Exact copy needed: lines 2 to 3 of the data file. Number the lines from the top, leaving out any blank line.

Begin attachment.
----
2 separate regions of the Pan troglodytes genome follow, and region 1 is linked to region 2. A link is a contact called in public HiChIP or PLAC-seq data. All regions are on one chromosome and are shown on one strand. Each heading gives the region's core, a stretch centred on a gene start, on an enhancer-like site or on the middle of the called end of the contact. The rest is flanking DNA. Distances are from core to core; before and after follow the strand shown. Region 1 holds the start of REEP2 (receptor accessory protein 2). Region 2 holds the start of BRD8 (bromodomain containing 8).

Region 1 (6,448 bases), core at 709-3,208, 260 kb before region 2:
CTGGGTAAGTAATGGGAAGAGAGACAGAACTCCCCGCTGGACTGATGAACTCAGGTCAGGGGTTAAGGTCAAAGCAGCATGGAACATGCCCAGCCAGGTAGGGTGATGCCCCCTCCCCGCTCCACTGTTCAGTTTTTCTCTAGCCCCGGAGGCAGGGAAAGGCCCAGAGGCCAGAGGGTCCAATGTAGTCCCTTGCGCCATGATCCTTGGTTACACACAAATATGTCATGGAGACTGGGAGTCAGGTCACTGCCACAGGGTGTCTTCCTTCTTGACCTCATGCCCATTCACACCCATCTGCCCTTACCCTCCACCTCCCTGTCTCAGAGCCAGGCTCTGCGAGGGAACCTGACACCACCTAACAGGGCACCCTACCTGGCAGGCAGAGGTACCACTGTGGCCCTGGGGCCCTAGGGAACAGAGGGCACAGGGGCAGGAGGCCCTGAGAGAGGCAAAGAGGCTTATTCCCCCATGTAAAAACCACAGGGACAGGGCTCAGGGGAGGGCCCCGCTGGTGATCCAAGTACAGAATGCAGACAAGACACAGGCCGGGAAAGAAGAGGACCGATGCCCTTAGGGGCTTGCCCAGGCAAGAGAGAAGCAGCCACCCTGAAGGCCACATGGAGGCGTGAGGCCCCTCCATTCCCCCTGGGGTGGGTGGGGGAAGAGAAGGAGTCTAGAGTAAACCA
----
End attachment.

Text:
Region 1 (6,448 bases), core at 709-3,208, 260 kb before region 2:
CTGGGTAAGTAATGGGAAGAGAGACAGAACTCCCCGCTGGACTGATGAACTCAGGTCAGGGGTTAAGGTCAAAGCAGCATGGAACATGCCCAGCCAGGTAGGGTGATGCCCCCTCCCCGCTCCACTGTTCAGTTTTTCTCTAGCCCCGGAGGCAGGGAAAGGCCCAGAGGCCAGAGGGTCCAATGTAGTCCCTTGCGCCATGATCCTTGGTTACACACAAATATGTCATGGAGACTGGGAGTCAGGTCACTGCCACAGGGTGTCTTCCTTCTTGACCTCATGCCCATTCACACCCATCTGCCCTTACCCTCCACCTCCCTGTCTCAGAGCCAGGCTCTGCGAGGGAACCTGACACCACCTAACAGGGCACCCTACCTGGCAGGCAGAGGTACCACTGTGGCCCTGGGGCCCTAGGGAACAGAGGGCACAGGGGCAGGAGGCCCTGAGAGAGGCAAAGAGGCTTATTCCCCCATGTAAAAACCACAGGGACAGGGCTCAGGGGAGGGCCCCGCTGGTGATCCAAGTACAGAATGCAGACAAGACACAGGCCGGGAAAGAAGAGGACCGATGCCCTTAGGGGCTTGCCCAGGCAAGAGAGAAGCAGCCACCCTGAAGGCCACATGGAGGCGTGAGGCCCCTCCATTCCCCCTGGGGTGGGTGGGGGAAGAGAAGGAGTCTAGAGTAAACCA